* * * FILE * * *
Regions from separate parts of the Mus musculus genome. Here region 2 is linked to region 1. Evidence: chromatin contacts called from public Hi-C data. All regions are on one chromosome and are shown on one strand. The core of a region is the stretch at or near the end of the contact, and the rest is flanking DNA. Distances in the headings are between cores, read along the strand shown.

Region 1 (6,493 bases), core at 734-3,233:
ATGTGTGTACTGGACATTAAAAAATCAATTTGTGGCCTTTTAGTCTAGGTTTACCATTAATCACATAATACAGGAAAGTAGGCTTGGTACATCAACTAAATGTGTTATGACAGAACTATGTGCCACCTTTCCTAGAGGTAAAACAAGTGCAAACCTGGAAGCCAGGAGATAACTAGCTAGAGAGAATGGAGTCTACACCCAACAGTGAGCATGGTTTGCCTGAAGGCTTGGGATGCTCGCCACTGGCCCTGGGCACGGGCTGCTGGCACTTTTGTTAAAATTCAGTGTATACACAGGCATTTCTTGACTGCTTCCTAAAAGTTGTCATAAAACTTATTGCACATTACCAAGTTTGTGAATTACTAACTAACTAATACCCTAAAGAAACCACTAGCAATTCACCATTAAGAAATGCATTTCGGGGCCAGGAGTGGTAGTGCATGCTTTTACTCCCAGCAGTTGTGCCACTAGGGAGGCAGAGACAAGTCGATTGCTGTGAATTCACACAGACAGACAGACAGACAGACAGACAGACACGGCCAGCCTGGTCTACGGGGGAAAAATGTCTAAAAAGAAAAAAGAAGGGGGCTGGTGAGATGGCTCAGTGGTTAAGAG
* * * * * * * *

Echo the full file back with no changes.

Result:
Regions from separate parts of the Mus musculus genome. Here region 2 is linked to region 1. Evidence: chromatin contacts called from public Hi-C data. All regions are on one chromosome and are shown on one strand. The core of a region is the stretch at or near the end of the contact, and the rest is flanking DNA. Distances in the headings are between cores, read along the strand shown.

Region 1 (6,493 bases), core at 734-3,233:
ATGTGTGTACTGGACATTAAAAAATCAATTTGTGGCCTTTTAGTCTAGGTTTACCATTAATCACATAATACAGGAAAGTAGGCTTGGTACATCAACTAAATGTGTTATGACAGAACTATGTGCCACCTTTCCTAGAGGTAAAACAAGTGCAAACCTGGAAGCCAGGAGATAACTAGCTAGAGAGAATGGAGTCTACACCCAACAGTGAGCATGGTTTGCCTGAAGGCTTGGGATGCTCGCCACTGGCCCTGGGCACGGGCTGCTGGCACTTTTGTTAAAATTCAGTGTATACACAGGCATTTCTTGACTGCTTCCTAAAAGTTGTCATAAAACTTATTGCACATTACCAAGTTTGTGAATTACTAACTAACTAATACCCTAAAGAAACCACTAGCAATTCACCATTAAGAAATGCATTTCGGGGCCAGGAGTGGTAGTGCATGCTTTTACTCCCAGCAGTTGTGCCACTAGGGAGGCAGAGACAAGTCGATTGCTGTGAATTCACACAGACAGACAGACAGACAGACAGACAGACACGGCCAGCCTGGTCTACGGGGGAAAAATGTCTAAAAAGAAAAAAGAAGGGGGCTGGTGAGATGGCTCAGTGGTTAAGAG